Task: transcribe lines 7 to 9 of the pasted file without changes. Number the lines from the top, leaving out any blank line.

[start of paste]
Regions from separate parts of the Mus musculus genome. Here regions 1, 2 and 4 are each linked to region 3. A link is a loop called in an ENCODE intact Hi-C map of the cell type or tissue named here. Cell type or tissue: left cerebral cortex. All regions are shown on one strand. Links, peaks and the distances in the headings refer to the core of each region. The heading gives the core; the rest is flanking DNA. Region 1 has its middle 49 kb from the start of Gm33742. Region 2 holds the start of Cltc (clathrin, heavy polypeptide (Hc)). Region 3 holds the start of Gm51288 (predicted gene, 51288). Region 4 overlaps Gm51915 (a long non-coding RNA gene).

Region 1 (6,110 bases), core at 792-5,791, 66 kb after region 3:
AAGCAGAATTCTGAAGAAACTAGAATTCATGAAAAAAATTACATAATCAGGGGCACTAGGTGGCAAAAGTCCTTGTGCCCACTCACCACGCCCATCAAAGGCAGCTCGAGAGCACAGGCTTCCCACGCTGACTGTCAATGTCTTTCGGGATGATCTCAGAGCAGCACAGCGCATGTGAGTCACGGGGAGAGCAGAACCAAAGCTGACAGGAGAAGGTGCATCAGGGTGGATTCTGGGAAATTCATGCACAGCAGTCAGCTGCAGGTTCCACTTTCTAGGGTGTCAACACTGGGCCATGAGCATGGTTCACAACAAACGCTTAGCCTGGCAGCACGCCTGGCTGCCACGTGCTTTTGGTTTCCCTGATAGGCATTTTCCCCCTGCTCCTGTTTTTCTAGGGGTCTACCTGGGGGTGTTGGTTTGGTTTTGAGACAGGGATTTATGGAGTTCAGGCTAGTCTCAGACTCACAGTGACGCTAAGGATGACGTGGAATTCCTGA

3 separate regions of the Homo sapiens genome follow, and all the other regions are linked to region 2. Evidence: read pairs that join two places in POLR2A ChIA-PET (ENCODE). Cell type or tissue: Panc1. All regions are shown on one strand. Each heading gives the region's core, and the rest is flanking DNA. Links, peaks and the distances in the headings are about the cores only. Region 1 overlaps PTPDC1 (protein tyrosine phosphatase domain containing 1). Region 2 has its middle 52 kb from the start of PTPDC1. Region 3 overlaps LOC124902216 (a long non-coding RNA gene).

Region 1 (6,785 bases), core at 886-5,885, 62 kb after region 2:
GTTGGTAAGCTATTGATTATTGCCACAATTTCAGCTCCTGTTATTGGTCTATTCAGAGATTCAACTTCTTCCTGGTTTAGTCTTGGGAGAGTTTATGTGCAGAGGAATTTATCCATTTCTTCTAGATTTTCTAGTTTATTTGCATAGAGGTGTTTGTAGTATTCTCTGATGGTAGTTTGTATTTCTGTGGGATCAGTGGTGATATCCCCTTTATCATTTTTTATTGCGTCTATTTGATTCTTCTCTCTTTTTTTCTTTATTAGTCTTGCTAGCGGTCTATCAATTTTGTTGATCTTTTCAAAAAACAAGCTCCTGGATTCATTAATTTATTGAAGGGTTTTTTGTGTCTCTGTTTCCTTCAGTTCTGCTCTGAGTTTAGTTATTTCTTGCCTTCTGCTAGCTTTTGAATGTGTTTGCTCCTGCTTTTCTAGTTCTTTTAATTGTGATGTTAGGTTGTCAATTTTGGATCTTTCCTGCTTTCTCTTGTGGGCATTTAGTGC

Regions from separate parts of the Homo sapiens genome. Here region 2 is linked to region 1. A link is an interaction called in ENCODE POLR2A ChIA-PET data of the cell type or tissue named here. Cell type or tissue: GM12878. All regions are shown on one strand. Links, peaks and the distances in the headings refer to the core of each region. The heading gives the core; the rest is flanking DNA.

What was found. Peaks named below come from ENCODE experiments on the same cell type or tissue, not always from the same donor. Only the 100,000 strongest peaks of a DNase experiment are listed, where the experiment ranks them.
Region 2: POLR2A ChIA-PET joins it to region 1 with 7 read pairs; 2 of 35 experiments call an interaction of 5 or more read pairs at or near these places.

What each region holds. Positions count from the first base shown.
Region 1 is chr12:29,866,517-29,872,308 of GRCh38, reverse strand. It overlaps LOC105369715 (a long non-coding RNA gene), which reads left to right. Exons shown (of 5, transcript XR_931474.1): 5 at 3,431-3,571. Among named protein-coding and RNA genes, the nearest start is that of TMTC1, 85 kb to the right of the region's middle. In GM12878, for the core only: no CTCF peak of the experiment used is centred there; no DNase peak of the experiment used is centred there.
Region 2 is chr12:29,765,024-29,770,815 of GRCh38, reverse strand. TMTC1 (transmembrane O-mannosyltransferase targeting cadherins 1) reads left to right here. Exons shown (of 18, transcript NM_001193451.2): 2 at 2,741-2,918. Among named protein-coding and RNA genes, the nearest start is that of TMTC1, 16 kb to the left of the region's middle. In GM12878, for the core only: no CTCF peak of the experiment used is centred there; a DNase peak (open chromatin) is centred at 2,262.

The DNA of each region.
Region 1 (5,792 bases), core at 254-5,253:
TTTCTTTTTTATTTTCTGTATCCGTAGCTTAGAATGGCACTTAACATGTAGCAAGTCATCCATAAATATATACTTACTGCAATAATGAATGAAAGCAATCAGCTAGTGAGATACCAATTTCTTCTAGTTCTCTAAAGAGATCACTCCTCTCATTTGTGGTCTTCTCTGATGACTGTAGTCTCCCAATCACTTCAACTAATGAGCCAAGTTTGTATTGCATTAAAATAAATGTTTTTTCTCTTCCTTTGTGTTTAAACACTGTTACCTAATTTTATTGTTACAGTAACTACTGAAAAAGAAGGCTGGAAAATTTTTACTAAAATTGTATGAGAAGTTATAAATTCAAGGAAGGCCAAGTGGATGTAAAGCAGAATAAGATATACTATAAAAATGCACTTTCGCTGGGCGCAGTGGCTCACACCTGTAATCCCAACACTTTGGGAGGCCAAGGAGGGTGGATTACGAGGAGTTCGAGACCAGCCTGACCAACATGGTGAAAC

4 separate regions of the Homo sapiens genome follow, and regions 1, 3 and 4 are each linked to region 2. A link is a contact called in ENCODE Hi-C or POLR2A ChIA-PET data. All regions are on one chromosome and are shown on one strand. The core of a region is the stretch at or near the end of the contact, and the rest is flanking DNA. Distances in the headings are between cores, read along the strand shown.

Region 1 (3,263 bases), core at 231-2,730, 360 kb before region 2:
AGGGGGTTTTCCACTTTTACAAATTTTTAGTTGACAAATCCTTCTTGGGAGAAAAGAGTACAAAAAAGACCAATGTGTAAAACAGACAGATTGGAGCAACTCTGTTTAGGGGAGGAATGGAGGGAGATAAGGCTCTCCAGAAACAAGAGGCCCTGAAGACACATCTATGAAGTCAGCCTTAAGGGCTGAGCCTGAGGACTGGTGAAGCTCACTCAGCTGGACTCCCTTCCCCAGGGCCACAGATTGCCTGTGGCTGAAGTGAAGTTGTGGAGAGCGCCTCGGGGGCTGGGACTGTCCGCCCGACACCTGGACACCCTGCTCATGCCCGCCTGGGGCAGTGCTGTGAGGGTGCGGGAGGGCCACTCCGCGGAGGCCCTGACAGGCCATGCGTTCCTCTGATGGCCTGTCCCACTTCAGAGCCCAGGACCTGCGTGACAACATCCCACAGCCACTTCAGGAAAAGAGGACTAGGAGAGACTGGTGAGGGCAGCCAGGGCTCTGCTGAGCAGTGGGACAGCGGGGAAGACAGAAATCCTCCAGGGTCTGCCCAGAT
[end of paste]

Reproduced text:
Regions from separate parts of the Homo sapiens genome. Here region 2 is linked to region 1. A link is an interaction called in ENCODE POLR2A ChIA-PET data of the cell type or tissue named here. Cell type or tissue: GM12878. All regions are shown on one strand. Links, peaks and the distances in the headings refer to the core of each region. The heading gives the core; the rest is flanking DNA.

What was found. Peaks named below come from ENCODE experiments on the same cell type or tissue, not always from the same donor. Only the 100,000 strongest peaks of a DNase experiment are listed, where the experiment ranks them.
Region 2: POLR2A ChIA-PET joins it to region 1 with 7 read pairs; 2 of 35 experiments call an interaction of 5 or more read pairs at or near these places.